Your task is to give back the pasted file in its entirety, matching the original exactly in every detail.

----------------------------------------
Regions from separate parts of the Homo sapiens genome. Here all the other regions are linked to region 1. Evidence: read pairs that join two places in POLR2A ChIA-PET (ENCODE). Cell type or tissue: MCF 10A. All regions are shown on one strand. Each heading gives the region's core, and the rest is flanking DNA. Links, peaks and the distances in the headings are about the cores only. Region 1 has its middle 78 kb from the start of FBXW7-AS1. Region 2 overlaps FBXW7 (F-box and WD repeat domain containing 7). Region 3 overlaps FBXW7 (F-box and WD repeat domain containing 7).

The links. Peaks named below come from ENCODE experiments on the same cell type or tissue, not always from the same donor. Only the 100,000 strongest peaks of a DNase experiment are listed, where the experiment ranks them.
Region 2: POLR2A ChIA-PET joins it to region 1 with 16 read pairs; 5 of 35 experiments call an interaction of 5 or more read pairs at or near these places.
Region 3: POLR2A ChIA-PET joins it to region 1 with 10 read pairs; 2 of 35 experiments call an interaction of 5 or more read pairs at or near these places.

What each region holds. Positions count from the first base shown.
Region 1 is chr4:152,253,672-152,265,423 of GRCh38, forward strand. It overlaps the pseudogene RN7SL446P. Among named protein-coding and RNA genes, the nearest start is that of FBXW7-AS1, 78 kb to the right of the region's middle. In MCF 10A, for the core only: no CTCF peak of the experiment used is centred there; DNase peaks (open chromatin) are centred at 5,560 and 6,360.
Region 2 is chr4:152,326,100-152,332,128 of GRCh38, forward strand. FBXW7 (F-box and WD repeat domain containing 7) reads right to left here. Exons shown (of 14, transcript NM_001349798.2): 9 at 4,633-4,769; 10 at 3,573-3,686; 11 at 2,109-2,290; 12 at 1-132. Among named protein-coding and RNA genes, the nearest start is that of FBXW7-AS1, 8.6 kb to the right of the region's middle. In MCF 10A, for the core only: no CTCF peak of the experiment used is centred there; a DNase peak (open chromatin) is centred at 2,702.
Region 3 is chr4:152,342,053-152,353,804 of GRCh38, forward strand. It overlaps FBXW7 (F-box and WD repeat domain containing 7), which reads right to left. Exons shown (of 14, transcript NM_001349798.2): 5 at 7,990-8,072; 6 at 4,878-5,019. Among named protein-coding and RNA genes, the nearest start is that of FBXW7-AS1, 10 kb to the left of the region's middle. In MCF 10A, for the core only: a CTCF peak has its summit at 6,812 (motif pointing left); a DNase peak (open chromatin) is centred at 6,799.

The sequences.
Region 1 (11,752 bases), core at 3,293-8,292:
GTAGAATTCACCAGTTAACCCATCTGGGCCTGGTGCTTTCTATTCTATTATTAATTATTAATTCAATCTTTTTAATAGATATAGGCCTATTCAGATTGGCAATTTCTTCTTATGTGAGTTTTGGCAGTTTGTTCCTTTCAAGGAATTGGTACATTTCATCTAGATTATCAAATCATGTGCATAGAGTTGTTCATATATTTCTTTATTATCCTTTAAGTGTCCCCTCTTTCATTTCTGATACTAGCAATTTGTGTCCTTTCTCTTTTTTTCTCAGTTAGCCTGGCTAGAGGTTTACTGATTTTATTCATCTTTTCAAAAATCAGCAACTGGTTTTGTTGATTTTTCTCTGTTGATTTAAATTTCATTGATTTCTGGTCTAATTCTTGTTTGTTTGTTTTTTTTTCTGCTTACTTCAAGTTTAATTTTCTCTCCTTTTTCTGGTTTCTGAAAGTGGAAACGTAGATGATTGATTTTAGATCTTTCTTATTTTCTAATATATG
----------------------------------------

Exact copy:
Regions from separate parts of the Homo sapiens genome. Here all the other regions are linked to region 1. Evidence: read pairs that join two places in POLR2A ChIA-PET (ENCODE). Cell type or tissue: MCF 10A. All regions are shown on one strand. Each heading gives the region's core, and the rest is flanking DNA. Links, peaks and the distances in the headings are about the cores only. Region 1 has its middle 78 kb from the start of FBXW7-AS1. Region 2 overlaps FBXW7 (F-box and WD repeat domain containing 7). Region 3 overlaps FBXW7 (F-box and WD repeat domain containing 7).

The links. Peaks named below come from ENCODE experiments on the same cell type or tissue, not always from the same donor. Only the 100,000 strongest peaks of a DNase experiment are listed, where the experiment ranks them.
Region 2: POLR2A ChIA-PET joins it to region 1 with 16 read pairs; 5 of 35 experiments call an interaction of 5 or more read pairs at or near these places.
Region 3: POLR2A ChIA-PET joins it to region 1 with 10 read pairs; 2 of 35 experiments call an interaction of 5 or more read pairs at or near these places.

What each region holds. Positions count from the first base shown.
Region 1 is chr4:152,253,672-152,265,423 of GRCh38, forward strand. It overlaps the pseudogene RN7SL446P. Among named protein-coding and RNA genes, the nearest start is that of FBXW7-AS1, 78 kb to the right of the region's middle. In MCF 10A, for the core only: no CTCF peak of the experiment used is centred there; DNase peaks (open chromatin) are centred at 5,560 and 6,360.
Region 2 is chr4:152,326,100-152,332,128 of GRCh38, forward strand. FBXW7 (F-box and WD repeat domain containing 7) reads right to left here. Exons shown (of 14, transcript NM_001349798.2): 9 at 4,633-4,769; 10 at 3,573-3,686; 11 at 2,109-2,290; 12 at 1-132. Among named protein-coding and RNA genes, the nearest start is that of FBXW7-AS1, 8.6 kb to the right of the region's middle. In MCF 10A, for the core only: no CTCF peak of the experiment used is centred there; a DNase peak (open chromatin) is centred at 2,702.
Region 3 is chr4:152,342,053-152,353,804 of GRCh38, forward strand. It overlaps FBXW7 (F-box and WD repeat domain containing 7), which reads right to left. Exons shown (of 14, transcript NM_001349798.2): 5 at 7,990-8,072; 6 at 4,878-5,019. Among named protein-coding and RNA genes, the nearest start is that of FBXW7-AS1, 10 kb to the left of the region's middle. In MCF 10A, for the core only: a CTCF peak has its summit at 6,812 (motif pointing left); a DNase peak (open chromatin) is centred at 6,799.

The sequences.
Region 1 (11,752 bases), core at 3,293-8,292:
GTAGAATTCACCAGTTAACCCATCTGGGCCTGGTGCTTTCTATTCTATTATTAATTATTAATTCAATCTTTTTAATAGATATAGGCCTATTCAGATTGGCAATTTCTTCTTATGTGAGTTTTGGCAGTTTGTTCCTTTCAAGGAATTGGTACATTTCATCTAGATTATCAAATCATGTGCATAGAGTTGTTCATATATTTCTTTATTATCCTTTAAGTGTCCCCTCTTTCATTTCTGATACTAGCAATTTGTGTCCTTTCTCTTTTTTTCTCAGTTAGCCTGGCTAGAGGTTTACTGATTTTATTCATCTTTTCAAAAATCAGCAACTGGTTTTGTTGATTTTTCTCTGTTGATTTAAATTTCATTGATTTCTGGTCTAATTCTTGTTTGTTTGTTTTTTTTTCTGCTTACTTCAAGTTTAATTTTCTCTCCTTTTTCTGGTTTCTGAAAGTGGAAACGTAGATGATTGATTTTAGATCTTTCTTATTTTCTAATATATG